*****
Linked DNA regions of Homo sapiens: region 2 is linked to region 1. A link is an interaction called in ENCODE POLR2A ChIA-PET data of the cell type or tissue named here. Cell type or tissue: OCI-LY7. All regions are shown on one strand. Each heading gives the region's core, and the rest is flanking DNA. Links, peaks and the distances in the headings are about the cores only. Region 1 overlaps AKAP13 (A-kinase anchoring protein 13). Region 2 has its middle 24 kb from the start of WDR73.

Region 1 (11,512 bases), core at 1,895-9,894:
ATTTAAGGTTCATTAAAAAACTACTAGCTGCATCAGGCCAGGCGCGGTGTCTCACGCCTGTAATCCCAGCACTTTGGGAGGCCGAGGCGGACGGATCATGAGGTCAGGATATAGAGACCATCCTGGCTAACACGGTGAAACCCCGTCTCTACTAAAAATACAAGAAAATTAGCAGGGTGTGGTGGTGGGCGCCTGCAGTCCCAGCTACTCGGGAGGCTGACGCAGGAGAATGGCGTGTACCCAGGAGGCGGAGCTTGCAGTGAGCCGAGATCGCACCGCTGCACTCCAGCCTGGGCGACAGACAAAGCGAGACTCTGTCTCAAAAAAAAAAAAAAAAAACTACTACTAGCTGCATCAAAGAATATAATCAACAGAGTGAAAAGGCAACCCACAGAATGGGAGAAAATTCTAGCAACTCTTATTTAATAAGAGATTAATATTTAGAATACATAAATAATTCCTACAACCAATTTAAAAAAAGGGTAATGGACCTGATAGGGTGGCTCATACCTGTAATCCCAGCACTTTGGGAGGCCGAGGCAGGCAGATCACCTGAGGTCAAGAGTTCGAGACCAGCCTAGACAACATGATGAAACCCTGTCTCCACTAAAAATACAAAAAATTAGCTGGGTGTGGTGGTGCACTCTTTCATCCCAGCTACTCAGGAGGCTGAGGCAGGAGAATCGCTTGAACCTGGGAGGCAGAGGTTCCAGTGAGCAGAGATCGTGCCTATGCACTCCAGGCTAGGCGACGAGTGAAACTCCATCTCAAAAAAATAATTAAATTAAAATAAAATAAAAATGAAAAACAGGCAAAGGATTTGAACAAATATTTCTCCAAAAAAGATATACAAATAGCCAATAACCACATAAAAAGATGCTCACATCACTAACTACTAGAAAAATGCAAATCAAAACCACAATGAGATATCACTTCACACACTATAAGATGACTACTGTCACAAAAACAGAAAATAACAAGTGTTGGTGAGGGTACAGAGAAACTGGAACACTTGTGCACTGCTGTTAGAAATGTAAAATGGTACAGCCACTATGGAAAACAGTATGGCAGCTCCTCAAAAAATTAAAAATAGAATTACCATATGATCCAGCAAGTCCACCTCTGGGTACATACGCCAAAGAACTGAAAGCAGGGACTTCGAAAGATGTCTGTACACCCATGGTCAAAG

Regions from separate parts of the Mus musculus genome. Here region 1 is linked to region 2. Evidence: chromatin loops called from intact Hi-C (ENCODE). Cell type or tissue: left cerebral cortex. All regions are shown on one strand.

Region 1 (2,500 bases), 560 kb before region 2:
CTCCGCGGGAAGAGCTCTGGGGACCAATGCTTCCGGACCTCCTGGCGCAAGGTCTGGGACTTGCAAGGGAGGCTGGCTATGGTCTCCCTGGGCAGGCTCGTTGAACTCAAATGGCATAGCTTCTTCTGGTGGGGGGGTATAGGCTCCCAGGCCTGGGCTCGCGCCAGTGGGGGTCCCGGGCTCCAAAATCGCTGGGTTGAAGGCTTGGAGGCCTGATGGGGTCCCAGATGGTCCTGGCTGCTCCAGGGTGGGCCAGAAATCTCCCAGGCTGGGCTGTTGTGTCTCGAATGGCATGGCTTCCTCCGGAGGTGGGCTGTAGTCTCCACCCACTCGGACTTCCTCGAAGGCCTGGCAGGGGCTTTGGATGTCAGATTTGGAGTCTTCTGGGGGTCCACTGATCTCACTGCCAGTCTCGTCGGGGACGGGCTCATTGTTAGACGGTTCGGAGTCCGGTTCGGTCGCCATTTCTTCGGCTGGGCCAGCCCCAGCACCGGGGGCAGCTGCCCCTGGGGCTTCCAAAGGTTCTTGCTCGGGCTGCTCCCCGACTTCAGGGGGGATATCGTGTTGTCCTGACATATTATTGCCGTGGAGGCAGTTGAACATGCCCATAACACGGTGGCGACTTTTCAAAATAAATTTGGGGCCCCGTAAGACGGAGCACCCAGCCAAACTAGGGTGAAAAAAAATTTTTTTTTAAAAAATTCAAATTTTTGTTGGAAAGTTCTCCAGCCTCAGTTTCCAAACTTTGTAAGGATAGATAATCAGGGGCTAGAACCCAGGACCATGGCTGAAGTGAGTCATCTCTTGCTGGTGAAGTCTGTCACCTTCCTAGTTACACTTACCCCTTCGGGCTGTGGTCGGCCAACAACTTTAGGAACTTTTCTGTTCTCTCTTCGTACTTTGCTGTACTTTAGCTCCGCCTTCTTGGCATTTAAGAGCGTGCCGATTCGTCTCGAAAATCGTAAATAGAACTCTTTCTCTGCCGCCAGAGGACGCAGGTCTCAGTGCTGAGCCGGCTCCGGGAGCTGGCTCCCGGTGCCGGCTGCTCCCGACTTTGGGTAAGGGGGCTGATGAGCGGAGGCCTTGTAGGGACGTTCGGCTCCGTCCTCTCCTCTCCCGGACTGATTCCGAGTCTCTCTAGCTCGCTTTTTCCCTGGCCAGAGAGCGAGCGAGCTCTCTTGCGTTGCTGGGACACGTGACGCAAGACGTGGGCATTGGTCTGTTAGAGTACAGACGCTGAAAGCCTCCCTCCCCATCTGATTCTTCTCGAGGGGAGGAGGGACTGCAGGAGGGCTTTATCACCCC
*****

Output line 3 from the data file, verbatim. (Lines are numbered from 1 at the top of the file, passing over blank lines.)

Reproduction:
ATTTAAGGTTCATTAAAAAACTACTAGCTGCATCAGGCCAGGCGCGGTGTCTCACGCCTGTAATCCCAGCACTTTGGGAGGCCGAGGCGGACGGATCATGAGGTCAGGATATAGAGACCATCCTGGCTAACACGGTGAAACCCCGTCTCTACTAAAAATACAAGAAAATTAGCAGGGTGTGGTGGTGGGCGCCTGCAGTCCCAGCTACTCGGGAGGCTGACGCAGGAGAATGGCGTGTACCCAGGAGGCGGAGCTTGCAGTGAGCCGAGATCGCACCGCTGCACTCCAGCCTGGGCGACAGACAAAGCGAGACTCTGTCTCAAAAAAAAAAAAAAAAAACTACTACTAGCTGCATCAAAGAATATAATCAACAGAGTGAAAAGGCAACCCACAGAATGGGAGAAAATTCTAGCAACTCTTATTTAATAAGAGATTAATATTTAGAATACATAAATAATTCCTACAACCAATTTAAAAAAAGGGTAATGGACCTGATAGGGTGGCTCATACCTGTAATCCCAGCACTTTGGGAGGCCGAGGCAGGCAGATCACCTGAGGTCAAGAGTTCGAGACCAGCCTAGACAACATGATGAAACCCTGTCTCCACTAAAAATACAAAAAATTAGCTGGGTGTGGTGGTGCACTCTTTCATCCCAGCTACTCAGGAGGCTGAGGCAGGAGAATCGCTTGAACCTGGGAGGCAGAGGTTCCAGTGAGCAGAGATCGTGCCTATGCACTCCAGGCTAGGCGACGAGTGAAACTCCATCTCAAAAAAATAATTAAATTAAAATAAAATAAAAATGAAAAACAGGCAAAGGATTTGAACAAATATTTCTCCAAAAAAGATATACAAATAGCCAATAACCACATAAAAAGATGCTCACATCACTAACTACTAGAAAAATGCAAATCAAAACCACAATGAGATATCACTTCACACACTATAAGATGACTACTGTCACAAAAACAGAAAATAACAAGTGTTGGTGAGGGTACAGAGAAACTGGAACACTTGTGCACTGCTGTTAGAAATGTAAAATGGTACAGCCACTATGGAAAACAGTATGGCAGCTCCTCAAAAAATTAAAAATAGAATTACCATATGATCCAGCAAGTCCACCTCTGGGTACATACGCCAAAGAACTGAAAGCAGGGACTTCGAAAGATGTCTGTACACCCATGGTCAAAG